I’ve recently been reading about the period of great revolution in Europe during the first half of the 19th century. Many European revolutionaries had a pan-European vision of a glorious struggle for liberation, nurturing strong links with other revolutionaries across the continent*. Thus, bands of foreign revolutionaries would readily assist their comrades in arms when the outlook for successful agitation looked better in another country than their own: “Our home is stuck in its ways without hope of emancipation,” ran the thinking, “But we can see excellent opportunities in your country, so we’ve come to lend our support.” Cue lots of devilish plotting and scheming that arguably only ended with Arch-Duke Franz Ferdinand’s assassination in 1914.

In my inbox this week, a glossy report from UNEP entitled the Green Economy – Why a Green Economy Matters for the Least Developed Countries.  The foreword to the synthesis opens up as follows:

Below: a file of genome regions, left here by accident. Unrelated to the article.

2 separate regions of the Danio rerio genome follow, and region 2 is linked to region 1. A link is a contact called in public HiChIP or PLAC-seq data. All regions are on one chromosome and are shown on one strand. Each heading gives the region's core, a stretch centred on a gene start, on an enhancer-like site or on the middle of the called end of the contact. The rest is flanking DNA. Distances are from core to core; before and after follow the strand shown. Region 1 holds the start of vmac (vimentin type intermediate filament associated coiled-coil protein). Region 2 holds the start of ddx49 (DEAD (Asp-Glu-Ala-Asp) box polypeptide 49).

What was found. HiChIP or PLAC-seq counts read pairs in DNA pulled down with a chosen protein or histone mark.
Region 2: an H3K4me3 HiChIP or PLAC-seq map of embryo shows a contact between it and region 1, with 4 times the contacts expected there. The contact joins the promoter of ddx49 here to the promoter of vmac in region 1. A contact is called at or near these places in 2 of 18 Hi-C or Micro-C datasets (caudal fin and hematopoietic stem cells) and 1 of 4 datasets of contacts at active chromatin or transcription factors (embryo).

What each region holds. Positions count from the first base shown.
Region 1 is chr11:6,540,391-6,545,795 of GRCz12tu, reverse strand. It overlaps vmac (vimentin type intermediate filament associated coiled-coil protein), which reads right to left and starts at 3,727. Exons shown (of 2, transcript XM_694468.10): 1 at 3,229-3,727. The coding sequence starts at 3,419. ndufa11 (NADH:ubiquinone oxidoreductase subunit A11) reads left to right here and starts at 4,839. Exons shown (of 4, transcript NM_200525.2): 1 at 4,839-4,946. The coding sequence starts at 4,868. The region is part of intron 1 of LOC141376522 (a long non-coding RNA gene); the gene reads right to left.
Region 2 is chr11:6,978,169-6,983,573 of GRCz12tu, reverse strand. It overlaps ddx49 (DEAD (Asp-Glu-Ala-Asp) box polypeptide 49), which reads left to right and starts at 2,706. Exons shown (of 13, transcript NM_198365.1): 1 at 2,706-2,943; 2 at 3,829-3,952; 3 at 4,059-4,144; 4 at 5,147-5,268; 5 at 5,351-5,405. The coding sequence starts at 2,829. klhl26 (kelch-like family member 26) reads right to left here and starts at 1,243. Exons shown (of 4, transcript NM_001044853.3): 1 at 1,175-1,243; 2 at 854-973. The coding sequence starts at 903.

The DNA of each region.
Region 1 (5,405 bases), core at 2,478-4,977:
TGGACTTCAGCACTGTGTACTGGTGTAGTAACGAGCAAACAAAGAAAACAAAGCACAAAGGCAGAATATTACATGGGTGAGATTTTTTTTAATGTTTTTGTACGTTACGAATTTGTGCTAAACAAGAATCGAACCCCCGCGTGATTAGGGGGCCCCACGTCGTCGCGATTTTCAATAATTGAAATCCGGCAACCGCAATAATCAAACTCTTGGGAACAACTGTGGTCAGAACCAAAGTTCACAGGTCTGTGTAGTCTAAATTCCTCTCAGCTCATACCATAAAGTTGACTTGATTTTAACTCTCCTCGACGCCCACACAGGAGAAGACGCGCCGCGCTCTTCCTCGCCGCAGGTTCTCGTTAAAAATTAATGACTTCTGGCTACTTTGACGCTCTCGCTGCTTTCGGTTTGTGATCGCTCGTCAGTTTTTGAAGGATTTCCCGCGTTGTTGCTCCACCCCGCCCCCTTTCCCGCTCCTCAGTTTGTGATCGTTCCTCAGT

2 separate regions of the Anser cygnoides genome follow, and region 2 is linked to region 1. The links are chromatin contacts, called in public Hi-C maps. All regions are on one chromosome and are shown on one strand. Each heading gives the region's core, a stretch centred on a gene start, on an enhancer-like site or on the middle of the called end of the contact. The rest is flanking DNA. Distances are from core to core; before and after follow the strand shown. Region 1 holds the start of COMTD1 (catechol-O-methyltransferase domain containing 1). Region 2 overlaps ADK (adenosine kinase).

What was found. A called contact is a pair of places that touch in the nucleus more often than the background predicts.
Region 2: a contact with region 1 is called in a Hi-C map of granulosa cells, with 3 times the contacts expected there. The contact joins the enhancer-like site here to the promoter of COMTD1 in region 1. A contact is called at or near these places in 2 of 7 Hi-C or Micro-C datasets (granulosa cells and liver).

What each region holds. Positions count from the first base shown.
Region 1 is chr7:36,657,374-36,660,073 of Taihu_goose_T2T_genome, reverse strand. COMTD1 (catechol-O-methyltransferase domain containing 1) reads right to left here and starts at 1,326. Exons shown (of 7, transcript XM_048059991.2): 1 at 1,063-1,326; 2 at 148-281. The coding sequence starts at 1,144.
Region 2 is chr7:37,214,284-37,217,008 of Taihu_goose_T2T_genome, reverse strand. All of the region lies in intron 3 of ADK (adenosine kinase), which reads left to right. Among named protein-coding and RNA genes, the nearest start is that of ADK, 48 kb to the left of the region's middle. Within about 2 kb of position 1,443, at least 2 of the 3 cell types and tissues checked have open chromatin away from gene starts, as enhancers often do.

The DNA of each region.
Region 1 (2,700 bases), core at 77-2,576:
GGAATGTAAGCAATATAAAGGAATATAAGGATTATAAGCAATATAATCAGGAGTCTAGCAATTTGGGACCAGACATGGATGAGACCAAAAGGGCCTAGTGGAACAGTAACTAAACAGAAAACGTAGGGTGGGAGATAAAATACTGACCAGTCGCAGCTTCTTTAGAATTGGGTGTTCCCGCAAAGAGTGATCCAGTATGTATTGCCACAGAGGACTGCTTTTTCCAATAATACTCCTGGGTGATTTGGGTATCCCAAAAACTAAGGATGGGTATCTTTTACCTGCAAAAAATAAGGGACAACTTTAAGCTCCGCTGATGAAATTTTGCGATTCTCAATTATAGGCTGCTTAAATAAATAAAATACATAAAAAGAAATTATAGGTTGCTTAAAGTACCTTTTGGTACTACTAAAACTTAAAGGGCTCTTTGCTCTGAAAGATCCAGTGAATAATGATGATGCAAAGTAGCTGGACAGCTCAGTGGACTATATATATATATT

The  world  is  preparing  for  the  2012  UN  Conference  on  Sustainable  Development
(Rio+20),  where  one  of  the  themes  will  be  “green  economy  in  the  context  of
sustainable development and poverty eradication”. This publication examines the
idea that Least Developed Countries (LDCs) possess the economic conditions, the
natural and cultural assets, and the policy setting to embrace, if not lead, a green
economy transition, which would in turn accelerate their development.